In a couple of our recent posts, we have mentioned these obscure words — hui gan. But what does hui gan actually mean? Indeed, it’s as elusive as many of our favorite terms in this mysterious world of tea! For instance, hui gan, cha qi, wabi-sabi… they are all tricky to describe but really hold what we find is the essence of the tea ceremony.
What Is Hui Gan?
Let’s get straight to it — we can describe hui gan simply as the finish. Like, the finish of a tea. Or the finish of fine wine. Yet, there is more to it.
From Chinese, hui gan translates as “returning sweetness.” It is this magical sweet aftertaste that coats your throat like thick molasses all throughout the palate. Do all teas have it? Surely not! Albeit, when you find a tea that has strong hui gan — don’t let go of it!
Chinese tea drinkers and tea enthusiasts worldwide highly treasure Hui Gan.
Moreover, amongst tea connoisseurs, there is a somewhat general consensus of what hui gan is:
- A pleasant sweetness followed by an initial bitterness
- It’s not cautiously sweet like sugar but rather comfortingly sweet like honey or molasses
- Hui gan is a sensation combined with flavor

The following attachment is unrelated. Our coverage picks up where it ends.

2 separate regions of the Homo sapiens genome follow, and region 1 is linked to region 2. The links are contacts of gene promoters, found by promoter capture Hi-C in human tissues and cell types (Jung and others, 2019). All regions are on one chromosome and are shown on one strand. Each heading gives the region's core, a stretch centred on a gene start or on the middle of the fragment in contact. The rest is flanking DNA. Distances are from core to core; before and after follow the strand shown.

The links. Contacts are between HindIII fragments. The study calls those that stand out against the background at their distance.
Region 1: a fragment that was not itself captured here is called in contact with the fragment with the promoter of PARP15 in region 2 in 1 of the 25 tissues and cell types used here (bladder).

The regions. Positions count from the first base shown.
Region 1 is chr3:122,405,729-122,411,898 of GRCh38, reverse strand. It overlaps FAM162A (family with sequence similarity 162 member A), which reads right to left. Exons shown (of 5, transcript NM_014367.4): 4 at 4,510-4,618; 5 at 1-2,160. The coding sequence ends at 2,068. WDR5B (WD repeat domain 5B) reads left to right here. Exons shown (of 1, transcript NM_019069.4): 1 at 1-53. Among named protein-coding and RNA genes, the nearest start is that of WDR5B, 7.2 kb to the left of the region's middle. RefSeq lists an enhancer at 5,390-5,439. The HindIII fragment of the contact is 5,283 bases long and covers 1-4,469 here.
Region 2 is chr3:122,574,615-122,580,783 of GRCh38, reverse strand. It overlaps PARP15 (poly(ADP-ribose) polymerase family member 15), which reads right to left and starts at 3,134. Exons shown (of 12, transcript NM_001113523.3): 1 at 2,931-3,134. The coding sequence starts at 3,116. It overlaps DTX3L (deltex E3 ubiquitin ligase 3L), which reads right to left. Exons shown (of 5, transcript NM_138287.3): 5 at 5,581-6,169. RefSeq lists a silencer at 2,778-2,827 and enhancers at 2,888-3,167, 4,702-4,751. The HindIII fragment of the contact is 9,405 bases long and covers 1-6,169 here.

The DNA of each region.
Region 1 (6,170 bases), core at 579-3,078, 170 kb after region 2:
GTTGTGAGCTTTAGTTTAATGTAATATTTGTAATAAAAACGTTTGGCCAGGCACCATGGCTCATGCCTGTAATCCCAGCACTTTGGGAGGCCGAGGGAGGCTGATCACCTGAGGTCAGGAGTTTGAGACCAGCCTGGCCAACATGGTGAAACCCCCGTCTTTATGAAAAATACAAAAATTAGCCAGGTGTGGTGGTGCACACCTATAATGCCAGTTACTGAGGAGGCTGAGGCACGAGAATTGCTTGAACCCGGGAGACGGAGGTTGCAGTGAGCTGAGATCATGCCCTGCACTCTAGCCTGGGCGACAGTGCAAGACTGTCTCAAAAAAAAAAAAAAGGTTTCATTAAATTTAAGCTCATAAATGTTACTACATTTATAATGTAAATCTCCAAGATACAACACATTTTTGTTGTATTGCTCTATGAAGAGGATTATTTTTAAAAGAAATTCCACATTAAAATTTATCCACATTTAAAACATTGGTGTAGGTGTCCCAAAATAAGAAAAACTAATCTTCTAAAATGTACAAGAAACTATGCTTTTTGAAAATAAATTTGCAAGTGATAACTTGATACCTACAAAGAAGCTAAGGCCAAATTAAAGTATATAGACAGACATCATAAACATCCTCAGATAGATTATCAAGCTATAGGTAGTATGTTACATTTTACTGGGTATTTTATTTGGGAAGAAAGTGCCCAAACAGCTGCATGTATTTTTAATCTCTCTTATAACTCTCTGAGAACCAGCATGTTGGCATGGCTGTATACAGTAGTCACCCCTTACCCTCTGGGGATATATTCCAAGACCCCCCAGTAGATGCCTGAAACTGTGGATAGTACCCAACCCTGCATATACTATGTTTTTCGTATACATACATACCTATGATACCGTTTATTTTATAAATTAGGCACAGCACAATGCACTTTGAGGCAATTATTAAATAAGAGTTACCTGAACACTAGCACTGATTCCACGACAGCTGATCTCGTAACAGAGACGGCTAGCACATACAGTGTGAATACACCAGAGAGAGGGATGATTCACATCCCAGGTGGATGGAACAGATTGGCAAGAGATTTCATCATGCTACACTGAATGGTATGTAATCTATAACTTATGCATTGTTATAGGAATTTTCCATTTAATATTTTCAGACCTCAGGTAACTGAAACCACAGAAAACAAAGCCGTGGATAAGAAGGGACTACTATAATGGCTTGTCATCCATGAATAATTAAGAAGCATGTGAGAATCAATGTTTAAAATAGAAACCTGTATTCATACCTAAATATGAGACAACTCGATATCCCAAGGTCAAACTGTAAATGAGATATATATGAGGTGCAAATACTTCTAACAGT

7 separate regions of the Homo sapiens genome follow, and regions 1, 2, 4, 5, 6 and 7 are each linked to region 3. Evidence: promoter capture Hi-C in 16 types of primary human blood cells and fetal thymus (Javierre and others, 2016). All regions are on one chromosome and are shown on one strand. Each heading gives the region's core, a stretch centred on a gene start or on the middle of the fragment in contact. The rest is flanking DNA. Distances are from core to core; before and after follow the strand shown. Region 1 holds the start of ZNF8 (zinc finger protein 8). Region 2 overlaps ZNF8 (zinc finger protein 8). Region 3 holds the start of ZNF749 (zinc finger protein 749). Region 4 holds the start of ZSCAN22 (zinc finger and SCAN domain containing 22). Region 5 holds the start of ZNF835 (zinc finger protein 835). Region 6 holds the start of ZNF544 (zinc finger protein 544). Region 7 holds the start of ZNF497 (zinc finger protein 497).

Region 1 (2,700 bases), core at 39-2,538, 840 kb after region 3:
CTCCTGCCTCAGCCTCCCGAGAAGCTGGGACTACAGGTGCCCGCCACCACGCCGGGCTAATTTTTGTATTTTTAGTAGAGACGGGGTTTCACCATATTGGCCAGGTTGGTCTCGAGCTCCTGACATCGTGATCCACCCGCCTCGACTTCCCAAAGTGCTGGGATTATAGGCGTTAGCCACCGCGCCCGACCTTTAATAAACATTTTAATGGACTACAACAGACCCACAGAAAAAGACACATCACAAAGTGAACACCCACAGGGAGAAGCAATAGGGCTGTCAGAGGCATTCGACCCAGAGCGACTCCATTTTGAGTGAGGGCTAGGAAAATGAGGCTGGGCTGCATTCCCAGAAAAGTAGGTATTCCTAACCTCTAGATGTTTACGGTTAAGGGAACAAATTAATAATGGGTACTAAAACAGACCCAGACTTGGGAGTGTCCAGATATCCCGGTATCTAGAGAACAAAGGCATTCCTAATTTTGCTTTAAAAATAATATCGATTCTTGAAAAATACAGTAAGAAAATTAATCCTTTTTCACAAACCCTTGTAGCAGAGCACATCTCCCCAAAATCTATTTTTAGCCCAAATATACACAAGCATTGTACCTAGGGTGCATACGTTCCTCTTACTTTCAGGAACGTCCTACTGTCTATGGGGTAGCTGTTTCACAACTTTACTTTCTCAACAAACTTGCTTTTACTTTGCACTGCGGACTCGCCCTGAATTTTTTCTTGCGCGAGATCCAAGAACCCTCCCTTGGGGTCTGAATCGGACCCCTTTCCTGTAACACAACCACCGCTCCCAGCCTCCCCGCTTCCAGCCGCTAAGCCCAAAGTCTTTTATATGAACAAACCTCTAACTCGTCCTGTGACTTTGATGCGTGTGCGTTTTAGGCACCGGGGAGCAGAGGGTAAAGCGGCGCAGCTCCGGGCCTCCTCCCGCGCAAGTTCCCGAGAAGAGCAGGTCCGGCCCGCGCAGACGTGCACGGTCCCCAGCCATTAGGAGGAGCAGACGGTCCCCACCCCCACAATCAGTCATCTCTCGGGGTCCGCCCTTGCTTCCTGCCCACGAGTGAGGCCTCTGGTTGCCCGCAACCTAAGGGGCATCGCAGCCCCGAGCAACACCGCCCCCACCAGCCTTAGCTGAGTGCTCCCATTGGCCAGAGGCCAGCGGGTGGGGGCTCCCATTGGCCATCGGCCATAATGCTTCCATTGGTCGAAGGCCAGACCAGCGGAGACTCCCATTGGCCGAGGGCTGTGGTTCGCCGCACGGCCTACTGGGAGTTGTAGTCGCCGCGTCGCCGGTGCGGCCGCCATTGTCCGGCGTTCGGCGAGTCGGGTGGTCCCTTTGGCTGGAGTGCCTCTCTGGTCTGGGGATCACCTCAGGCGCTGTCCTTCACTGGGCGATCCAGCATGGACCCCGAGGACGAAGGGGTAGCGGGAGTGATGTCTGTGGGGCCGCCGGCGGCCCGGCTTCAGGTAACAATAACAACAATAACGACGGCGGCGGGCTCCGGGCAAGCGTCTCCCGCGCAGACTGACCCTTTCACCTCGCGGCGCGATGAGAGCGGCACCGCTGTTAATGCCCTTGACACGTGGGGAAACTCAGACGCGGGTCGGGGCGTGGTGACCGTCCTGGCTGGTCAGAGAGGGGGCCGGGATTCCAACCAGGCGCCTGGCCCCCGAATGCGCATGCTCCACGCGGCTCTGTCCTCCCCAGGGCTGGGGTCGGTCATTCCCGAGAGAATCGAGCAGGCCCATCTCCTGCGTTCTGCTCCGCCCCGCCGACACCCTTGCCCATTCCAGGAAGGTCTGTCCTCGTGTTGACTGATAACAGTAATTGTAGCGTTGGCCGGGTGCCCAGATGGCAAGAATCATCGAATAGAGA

- It reflects the best qualities of the tea’s initial flavor profile, coming back like a wave
You will most likely not find a mass-produced tea with hui gan. Especially not tea coming from a teabag. Indeed, hui gan exists in mature teas — teas that are tenderly tended to by the farmers. Furthermore, ones that are carefully processed. Your best bet is to find a quality loose leaf tea.
For a very poetic description of hui gan and a most engaging story, we recommend reading Going Going Gan, an essay by Angie Lee.
How To Taste Tea During A Tea Ceremony
In our previous post, we’ve broken down the steps to actually tasting the finish of a tea. It’s a somewhat acquired skill, so don’t fret if you can’t pick up on it from your first tea ritual!
It’s much like decoding the many scents and aromas of a particular tea. First, you might find yourself drinking a complex tea like a ripe pu-erh… Oh, how many notes it acquires after years of fermentation and aging! Well, during your first ceremony, you might say, “this tea is so pleasantly woody!”. However, with each subsequent tea ceremony, you’ll find yourself picking up on all kinds of flavor and aroma profiles. For example, tobacco, honey, molasses, dried figs, ripe apricots, pine, heavy cream, cinnamon… How boundaryless is the imagination of a well-trained palate!
So, really, the best suggestion we got for you is to pick up a notebook, brew yourself some tea, ideally gong fu style in this situation, and taste away! It’s important to write down everything you experience and sense along the way. Kind of like a dream journal… The more you write down, the more you will remember each time!
Remember, if you want to focus on the finish, this will be everything you feel and taste after you have already swallowed the tea. Does your throat feel itchy? Maybe a little parched? How about pleasantly coated in something like a honey and butter concoction? These are all various accents of the hui gan!